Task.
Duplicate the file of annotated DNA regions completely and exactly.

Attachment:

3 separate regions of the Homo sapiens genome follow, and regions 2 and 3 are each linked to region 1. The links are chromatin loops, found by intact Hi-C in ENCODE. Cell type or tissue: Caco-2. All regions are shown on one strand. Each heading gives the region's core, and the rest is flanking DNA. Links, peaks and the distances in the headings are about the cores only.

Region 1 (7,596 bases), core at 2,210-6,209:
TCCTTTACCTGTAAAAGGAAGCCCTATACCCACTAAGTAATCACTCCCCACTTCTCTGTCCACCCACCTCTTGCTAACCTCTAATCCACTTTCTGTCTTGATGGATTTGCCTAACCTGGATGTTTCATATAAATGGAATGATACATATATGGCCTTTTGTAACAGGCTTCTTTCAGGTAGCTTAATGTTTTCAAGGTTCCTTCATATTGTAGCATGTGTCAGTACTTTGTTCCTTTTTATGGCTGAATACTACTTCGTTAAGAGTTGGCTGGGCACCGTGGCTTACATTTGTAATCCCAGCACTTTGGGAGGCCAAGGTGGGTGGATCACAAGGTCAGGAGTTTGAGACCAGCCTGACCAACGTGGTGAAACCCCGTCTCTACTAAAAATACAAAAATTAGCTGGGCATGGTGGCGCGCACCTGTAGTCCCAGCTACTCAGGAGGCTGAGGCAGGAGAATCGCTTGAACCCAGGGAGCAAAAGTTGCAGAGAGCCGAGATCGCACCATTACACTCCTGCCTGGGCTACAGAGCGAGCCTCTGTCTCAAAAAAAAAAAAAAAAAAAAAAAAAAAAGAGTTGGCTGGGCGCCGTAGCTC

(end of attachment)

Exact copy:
3 separate regions of the Homo sapiens genome follow, and regions 2 and 3 are each linked to region 1. The links are chromatin loops, found by intact Hi-C in ENCODE. Cell type or tissue: Caco-2. All regions are shown on one strand. Each heading gives the region's core, and the rest is flanking DNA. Links, peaks and the distances in the headings are about the cores only.

Region 1 (7,596 bases), core at 2,210-6,209:
TCCTTTACCTGTAAAAGGAAGCCCTATACCCACTAAGTAATCACTCCCCACTTCTCTGTCCACCCACCTCTTGCTAACCTCTAATCCACTTTCTGTCTTGATGGATTTGCCTAACCTGGATGTTTCATATAAATGGAATGATACATATATGGCCTTTTGTAACAGGCTTCTTTCAGGTAGCTTAATGTTTTCAAGGTTCCTTCATATTGTAGCATGTGTCAGTACTTTGTTCCTTTTTATGGCTGAATACTACTTCGTTAAGAGTTGGCTGGGCACCGTGGCTTACATTTGTAATCCCAGCACTTTGGGAGGCCAAGGTGGGTGGATCACAAGGTCAGGAGTTTGAGACCAGCCTGACCAACGTGGTGAAACCCCGTCTCTACTAAAAATACAAAAATTAGCTGGGCATGGTGGCGCGCACCTGTAGTCCCAGCTACTCAGGAGGCTGAGGCAGGAGAATCGCTTGAACCCAGGGAGCAAAAGTTGCAGAGAGCCGAGATCGCACCATTACACTCCTGCCTGGGCTACAGAGCGAGCCTCTGTCTCAAAAAAAAAAAAAAAAAAAAAAAAAAAAGAGTTGGCTGGGCGCCGTAGCTC